Monthly Archives: February 2016

Map weaving III

I am currently feeling oddly optimistic about my final show plan. Perhaps because I have I think at last found a coherent way to bring my ideas into a manifest piece.

My plan is to show three pieces and some accompanying words in some form (book/essay perhaps). At the moment I have the ‘making plans’ for the first two pieces underway. The third piece is still undecided – I have two different ideas which I may need to do some tests on first before picking one. The accompanying book is a whole other ballgame…this is going to need some thought, but is at least a nice way to break up the stress of making so much yarn on my fingers!

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Map weaving II

So the map weaving continues. I finished what I think will be my final tests, based on the original idea for the map weaving – i.e. one large textured surface. As opposed to imposing some preplanned form onto the structure, I let this one be naturally shaped by the tension and making of the piece – so that this becomes shaped by my memories and experiences of the places.

Firstly, I re-did the weave of the sea maps:

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Then, I completed a new piece (which will be shown at the pop-up show) based on my mountain memories, the ups and downs of life, the building of character…

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I was really happy with the mountain map, it has come out with a lovely mix of colours and textures based on the qualities of the original maps: 9,230 square miles of UK mountain range. The shape of the weaving was done strictly on the grid (to keep the link with its origin as a grid map) but the tension changes gives it its lovely organic form. This is what I will do now as a much larger piece for the final show.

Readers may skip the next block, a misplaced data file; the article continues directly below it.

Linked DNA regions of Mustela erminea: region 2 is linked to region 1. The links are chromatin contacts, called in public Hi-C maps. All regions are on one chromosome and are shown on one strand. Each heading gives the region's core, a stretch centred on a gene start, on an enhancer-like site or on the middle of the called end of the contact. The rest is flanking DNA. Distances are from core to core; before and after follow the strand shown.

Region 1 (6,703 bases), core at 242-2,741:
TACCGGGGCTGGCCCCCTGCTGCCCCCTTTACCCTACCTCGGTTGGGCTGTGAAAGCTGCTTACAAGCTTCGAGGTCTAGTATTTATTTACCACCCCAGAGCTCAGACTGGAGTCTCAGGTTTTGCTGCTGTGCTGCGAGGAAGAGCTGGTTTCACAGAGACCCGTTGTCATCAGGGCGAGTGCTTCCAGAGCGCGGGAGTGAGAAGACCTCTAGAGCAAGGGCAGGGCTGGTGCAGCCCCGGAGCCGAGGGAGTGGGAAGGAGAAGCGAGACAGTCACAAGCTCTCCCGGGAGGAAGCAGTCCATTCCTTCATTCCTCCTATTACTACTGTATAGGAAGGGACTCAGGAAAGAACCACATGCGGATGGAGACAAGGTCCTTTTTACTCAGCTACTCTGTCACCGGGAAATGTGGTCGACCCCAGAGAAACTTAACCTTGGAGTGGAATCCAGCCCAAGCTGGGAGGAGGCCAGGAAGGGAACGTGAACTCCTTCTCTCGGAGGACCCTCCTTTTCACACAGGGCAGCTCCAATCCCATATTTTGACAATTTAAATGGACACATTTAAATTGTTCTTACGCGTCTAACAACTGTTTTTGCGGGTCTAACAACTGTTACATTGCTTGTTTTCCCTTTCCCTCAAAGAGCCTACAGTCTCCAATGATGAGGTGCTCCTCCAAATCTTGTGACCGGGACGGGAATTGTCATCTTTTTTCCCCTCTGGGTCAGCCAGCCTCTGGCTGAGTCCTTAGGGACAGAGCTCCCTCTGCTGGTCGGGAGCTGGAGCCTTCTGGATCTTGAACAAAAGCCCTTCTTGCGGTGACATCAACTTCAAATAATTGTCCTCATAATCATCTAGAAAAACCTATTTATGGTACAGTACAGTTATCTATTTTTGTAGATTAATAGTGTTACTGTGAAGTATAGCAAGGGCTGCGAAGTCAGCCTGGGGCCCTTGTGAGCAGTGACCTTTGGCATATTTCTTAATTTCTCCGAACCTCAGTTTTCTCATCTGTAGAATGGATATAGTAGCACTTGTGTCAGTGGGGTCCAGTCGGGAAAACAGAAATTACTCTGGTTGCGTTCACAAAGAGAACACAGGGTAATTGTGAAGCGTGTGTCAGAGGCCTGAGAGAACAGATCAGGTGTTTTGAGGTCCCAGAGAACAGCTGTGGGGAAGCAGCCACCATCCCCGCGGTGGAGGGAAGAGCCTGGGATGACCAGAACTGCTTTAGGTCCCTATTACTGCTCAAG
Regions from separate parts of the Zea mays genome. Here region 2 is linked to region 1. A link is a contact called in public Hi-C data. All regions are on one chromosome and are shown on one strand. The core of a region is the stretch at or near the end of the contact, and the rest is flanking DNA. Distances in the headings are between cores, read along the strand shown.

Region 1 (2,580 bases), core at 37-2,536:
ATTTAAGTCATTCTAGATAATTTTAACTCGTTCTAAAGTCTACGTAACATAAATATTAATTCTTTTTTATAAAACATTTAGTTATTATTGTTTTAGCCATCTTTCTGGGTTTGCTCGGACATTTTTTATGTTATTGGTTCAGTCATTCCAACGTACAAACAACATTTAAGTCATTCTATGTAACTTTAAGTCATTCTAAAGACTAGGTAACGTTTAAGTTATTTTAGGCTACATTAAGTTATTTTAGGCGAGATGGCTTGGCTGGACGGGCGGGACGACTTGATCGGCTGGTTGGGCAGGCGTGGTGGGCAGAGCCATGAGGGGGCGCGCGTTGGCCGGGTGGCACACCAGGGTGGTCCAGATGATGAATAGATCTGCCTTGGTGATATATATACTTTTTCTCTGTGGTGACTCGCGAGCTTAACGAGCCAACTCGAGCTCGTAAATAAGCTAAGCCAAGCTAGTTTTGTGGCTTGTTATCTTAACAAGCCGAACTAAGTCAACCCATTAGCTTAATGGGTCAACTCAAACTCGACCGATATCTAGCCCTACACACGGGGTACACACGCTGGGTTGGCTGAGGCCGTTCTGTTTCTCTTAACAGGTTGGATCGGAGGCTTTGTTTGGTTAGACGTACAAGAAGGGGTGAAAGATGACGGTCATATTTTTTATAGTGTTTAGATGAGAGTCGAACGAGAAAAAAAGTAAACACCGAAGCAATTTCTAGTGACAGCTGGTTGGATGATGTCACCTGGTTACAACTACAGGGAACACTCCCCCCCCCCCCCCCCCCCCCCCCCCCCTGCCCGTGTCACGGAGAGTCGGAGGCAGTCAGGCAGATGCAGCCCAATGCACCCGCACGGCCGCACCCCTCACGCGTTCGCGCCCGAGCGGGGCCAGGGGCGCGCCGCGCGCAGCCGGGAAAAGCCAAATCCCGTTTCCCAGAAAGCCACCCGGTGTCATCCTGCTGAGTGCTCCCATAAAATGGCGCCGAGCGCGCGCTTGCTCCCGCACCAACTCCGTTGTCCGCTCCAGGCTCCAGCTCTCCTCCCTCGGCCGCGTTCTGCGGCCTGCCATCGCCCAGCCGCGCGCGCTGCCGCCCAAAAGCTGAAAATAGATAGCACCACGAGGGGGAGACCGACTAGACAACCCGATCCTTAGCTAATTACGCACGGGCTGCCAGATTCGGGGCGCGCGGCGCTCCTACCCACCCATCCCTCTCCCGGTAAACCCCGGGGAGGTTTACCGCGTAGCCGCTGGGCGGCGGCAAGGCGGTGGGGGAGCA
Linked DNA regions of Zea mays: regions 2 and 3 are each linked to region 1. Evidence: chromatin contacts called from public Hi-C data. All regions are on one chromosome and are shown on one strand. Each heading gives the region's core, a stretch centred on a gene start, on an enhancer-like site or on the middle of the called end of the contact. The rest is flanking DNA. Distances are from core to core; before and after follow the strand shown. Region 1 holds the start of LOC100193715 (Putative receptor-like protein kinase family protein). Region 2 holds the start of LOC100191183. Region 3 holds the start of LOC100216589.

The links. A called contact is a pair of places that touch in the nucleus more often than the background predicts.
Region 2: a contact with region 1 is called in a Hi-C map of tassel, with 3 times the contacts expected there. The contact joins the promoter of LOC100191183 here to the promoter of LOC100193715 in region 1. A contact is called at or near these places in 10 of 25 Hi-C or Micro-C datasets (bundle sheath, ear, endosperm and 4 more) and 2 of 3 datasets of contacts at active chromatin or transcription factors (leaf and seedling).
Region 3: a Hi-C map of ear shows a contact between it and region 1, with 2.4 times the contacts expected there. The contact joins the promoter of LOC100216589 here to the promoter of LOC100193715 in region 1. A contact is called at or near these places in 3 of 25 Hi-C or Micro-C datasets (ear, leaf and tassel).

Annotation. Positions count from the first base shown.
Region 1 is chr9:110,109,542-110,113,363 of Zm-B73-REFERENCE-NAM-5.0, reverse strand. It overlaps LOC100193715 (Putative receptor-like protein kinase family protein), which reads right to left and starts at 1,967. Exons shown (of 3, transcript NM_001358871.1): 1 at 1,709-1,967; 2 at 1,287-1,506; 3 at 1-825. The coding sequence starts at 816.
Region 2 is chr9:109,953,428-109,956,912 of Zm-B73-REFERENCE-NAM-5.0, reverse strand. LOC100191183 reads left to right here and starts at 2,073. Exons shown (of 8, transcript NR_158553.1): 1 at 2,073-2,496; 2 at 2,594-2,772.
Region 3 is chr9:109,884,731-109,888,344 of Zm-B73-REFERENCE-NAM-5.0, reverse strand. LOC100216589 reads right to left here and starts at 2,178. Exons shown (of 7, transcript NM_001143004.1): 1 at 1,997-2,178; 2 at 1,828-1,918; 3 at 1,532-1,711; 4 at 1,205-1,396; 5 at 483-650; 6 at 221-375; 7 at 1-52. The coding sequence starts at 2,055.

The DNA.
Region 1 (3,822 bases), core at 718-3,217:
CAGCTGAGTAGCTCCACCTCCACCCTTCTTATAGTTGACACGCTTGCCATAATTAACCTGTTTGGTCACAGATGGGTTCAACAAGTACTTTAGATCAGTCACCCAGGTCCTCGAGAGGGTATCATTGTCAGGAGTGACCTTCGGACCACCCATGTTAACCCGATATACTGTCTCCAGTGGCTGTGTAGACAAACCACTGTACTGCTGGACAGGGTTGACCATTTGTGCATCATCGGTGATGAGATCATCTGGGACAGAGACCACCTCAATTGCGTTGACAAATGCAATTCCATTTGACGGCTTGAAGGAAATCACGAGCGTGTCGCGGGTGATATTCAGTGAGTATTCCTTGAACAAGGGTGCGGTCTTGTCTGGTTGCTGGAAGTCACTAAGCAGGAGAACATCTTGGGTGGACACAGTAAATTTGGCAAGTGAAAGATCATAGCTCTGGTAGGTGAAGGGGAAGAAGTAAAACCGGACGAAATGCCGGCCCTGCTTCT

Now I know what I’m doing process wise, I can start planning out my pieces in detail. There are a number of key questions to ask now:

  • Finishing: do I leave the fringes or try to remove them?
  • Do I want to frame the final pieces?
  • Finalising how to shape the piece – based on topology of my memories or the place?
  • Keeping the decisions intentional: dictating the colour and form of the final pieces
  • How important are the labels and titles?
  • Do I make an accompanying essay/book/drawing to go alongside the pieces?

I know that I want it to be clear that the work is weaving, but not to make it explicitly a textile/basket form – i.e. so it just looks like a tapestry. This will be best served by covering up the fringe edges – either by process or by framing. One more test required here!

As to the shape, I need to decide what each of the pieces will be first and then plan out their shaping method and colouring pattern.

Lots to do!

Map weaving tests I

I’ve had two ideas for the final show based on my initial map weaving sample. After talking to Susan, I decided I had just enough time to do a quick test of both ideas before the work-in-progress show in March.

First idea test is now complete, and I showed this at a group crit this morning. With this test, I wanted to pick out one aspect of place identity, and let the form of the weaving be interpretive, based on my response to the place shown on the map, and my feelings of how that place infuses my own identity. This seemed to be completely lost on everyone, and the focus was more on the shape (“is this some sort of sea creature?”) than on anything more conceptual. They didn’t seem to get the idea that the piece was made with all one aspect of the map which I had deconstructed, nor the significance of the data on the label. Disappointing, but I have to remember a) this group is not the audience I am targeting with my work, and b) it was meant as a test and I did ask for the feedback after all.